Examination of contents of a decedent's safe deposit box to find will or funeral arrangements.

If satisfactory proof of the death of the lessee is presented and the interested person possesses a key to the lessee's safe deposit box, a lessor shall permit an interested person to open and examine the contents of a safe deposit box leased by a decedent in the presence of an employee of the lessor for one (1) or both of the following purposes:

    • To conduct a will search; and                                                 

    • To obtain any document purporting to be a deed to a burial plot or to give funeral or burial instructions.

If the safe deposit box is opened for the purpose of conducting a will search, an employee of the lessor shall remove any document that appears to be a will and make a true and correct machine copy thereof, replace the copy in the box, and then deliver the original thereof to the person requesting the search.

If the safe deposit box is opened for the purpose of obtaining any document purporting to be a deed to a burial plot or to give funeral or burial instructions, the employee of the lessor shall make a true and correct machine copy thereof, replace the copy in the box, and then deliver the original thereof to the person requesting the search.

 No contents of a safe deposit box other than a will and a document purporting to be a deed to a burial plot or to give funeral or burial instructions may be removed under this section.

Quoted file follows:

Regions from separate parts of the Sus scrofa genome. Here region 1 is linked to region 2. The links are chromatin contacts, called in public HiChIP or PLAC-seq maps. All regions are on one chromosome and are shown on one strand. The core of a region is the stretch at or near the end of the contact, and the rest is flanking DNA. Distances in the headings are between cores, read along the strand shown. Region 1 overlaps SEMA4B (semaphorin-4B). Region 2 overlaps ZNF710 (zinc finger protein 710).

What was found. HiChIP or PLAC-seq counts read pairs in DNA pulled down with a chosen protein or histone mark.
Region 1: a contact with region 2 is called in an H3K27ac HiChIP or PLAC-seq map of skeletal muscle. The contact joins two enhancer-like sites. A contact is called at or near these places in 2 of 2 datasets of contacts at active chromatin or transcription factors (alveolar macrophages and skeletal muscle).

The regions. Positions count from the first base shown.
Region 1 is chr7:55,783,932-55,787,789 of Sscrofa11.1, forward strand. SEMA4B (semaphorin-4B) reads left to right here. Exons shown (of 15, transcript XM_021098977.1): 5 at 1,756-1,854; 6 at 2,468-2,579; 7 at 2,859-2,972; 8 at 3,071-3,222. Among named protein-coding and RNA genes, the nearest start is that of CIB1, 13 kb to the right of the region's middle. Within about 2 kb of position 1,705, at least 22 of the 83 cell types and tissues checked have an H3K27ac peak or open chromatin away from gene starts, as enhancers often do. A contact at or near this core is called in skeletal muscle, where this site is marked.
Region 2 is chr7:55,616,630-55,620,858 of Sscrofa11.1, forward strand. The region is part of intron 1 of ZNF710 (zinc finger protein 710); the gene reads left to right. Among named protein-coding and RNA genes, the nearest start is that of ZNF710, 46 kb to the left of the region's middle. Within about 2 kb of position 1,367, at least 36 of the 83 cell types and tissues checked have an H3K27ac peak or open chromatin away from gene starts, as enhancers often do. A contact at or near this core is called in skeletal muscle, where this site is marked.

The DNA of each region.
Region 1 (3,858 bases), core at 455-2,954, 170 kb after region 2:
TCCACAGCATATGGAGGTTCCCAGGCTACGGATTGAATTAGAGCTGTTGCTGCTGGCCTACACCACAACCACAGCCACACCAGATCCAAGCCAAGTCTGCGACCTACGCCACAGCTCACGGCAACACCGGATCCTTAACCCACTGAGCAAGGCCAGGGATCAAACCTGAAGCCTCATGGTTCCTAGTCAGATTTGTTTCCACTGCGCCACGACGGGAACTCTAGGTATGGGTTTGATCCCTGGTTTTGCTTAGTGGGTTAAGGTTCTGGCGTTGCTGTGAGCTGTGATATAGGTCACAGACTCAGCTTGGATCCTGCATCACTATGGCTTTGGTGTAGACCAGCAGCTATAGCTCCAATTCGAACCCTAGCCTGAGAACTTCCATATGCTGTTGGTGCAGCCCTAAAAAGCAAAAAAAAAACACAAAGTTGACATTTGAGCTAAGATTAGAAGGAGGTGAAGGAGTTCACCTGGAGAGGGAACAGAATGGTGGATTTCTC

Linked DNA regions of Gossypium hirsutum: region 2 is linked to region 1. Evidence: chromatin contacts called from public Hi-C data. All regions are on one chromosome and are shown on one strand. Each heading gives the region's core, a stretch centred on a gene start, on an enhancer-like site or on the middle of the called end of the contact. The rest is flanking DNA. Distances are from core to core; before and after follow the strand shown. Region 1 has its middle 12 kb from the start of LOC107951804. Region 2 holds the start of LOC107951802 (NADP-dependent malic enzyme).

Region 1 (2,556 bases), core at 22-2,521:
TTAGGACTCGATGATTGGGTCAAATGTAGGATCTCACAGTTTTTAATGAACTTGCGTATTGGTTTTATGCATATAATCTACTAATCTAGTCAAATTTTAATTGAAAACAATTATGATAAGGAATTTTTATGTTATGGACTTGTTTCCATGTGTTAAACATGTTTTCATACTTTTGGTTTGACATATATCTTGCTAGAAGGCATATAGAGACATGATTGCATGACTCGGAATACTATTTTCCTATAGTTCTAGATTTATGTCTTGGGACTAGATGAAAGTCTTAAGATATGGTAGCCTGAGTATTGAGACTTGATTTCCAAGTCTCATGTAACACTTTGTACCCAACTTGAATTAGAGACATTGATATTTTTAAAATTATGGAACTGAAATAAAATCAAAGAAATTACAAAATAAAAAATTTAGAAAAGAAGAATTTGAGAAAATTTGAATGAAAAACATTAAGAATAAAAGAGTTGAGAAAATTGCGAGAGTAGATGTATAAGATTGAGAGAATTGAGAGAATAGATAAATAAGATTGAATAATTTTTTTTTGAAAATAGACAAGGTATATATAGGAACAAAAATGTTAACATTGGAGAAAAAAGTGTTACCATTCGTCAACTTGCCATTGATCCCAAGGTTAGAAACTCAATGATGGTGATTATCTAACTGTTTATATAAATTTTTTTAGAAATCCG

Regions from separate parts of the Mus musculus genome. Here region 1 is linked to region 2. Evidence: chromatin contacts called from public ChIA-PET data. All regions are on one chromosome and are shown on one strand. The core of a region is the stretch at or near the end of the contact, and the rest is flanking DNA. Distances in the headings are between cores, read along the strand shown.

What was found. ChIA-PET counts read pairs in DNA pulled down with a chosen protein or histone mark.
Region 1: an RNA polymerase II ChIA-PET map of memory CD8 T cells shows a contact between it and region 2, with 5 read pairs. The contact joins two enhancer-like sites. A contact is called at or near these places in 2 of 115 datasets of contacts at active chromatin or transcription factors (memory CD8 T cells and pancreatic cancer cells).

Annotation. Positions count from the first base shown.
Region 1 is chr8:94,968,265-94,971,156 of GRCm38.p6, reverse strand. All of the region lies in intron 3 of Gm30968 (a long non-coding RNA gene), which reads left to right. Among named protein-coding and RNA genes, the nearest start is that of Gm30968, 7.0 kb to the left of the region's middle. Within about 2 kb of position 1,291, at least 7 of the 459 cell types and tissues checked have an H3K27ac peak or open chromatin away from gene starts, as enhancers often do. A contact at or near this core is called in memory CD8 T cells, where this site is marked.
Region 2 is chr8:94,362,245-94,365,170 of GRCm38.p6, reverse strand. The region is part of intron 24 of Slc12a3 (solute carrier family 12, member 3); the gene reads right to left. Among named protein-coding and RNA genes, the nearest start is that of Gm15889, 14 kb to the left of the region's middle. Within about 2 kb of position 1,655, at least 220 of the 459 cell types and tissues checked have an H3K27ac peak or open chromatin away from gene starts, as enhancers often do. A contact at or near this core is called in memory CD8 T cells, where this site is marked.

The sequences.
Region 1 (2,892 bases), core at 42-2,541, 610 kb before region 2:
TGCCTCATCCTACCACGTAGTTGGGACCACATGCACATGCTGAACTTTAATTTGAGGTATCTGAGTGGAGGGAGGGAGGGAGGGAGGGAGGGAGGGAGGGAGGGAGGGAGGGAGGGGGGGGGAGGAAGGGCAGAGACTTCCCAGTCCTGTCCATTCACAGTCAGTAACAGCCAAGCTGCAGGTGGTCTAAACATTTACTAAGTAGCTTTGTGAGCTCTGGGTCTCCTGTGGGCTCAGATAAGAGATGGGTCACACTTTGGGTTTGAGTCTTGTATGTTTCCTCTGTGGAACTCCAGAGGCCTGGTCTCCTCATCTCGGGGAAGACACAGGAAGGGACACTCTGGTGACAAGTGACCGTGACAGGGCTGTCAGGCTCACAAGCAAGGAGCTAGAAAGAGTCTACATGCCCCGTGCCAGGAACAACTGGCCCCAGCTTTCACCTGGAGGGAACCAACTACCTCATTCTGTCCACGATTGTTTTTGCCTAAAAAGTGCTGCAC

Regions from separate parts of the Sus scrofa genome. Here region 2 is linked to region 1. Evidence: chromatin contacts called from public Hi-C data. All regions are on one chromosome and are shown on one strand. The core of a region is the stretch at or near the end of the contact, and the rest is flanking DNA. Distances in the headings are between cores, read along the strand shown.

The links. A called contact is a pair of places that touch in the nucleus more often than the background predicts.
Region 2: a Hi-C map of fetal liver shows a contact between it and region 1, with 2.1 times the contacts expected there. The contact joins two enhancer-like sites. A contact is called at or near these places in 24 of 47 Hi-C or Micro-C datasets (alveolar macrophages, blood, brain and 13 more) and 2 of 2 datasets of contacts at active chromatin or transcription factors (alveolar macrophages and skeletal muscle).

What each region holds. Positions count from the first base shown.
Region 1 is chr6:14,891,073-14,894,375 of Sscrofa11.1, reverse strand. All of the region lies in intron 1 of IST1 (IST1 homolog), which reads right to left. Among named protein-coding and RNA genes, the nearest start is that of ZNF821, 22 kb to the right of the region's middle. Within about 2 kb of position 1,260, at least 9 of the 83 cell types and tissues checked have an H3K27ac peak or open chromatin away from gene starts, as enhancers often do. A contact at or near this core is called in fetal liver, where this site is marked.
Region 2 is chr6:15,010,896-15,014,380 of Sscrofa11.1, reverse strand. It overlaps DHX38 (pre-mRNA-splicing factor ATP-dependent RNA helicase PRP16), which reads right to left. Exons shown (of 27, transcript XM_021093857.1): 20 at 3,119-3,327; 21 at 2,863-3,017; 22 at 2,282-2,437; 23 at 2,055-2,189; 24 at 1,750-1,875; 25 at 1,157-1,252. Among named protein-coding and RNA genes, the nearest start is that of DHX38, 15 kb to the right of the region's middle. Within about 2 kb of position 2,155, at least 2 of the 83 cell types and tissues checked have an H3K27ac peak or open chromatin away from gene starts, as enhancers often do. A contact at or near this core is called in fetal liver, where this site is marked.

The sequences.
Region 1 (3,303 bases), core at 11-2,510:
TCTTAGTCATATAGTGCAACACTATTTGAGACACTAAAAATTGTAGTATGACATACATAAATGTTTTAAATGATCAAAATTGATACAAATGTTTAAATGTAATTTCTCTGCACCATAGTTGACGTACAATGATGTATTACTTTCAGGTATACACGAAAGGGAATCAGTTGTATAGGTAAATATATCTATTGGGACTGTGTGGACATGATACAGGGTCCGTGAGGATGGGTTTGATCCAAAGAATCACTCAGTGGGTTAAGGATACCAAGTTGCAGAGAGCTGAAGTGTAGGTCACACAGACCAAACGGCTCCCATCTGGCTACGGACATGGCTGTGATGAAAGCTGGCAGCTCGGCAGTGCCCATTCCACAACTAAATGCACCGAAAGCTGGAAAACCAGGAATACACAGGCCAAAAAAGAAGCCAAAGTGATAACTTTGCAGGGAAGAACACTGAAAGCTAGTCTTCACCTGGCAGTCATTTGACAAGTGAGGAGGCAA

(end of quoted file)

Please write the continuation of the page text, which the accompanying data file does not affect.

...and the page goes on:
On the court date, it is necessary that you have the original copy of the Will and at least one person who witnessed the deceased’s signature on the Will. A witness is not necessary if the Will is self-proving. When your case is called before the probate judge, you will be asked to come before the bench, at which time the judge will review the Will and appoint the executor/administrator.

The judge needs to know the approximate size and make-up of the estate in order to establish a bond value. This should include all personal and real property:

    value and identity of real estate

    values and account numbers of checking or savings accounts, certificates of deposit, etc.

    values of stocks and bonds

    automobiles, boats, etc.

Once appointed, return to the probate office to obtain a copy of the order appointing the Executor/Administrator at the probate court office. The day of the appointment you must be prepared to pay approximately $41-$110.  The court will accept checks or debit cards.

What Happens When There is No Will

When someone dies without leaving a dated, signed and properly witnessed will, the court decides who should receive the deceased's assets. It won't matter what your familial relationships were really like; the state will award property and cash to the survivors based solely on their legal relationship to the deceased. This is called dying 'intestate' and Nolo offers these basics about succession when there is no will: "Generally, only spouses, registered domestic partners (in states where that's an option), and blood relatives inherit under intestate succession laws; unmarried partners, friends, and charities get nothing.

All this can be avoided, if you take care of things ahead of time. When you leave documents that clearly state who you wish to get your property and cash after you die, you better support your survivors in coming to terms with your death without leaving them with a lot of unnecessary distress.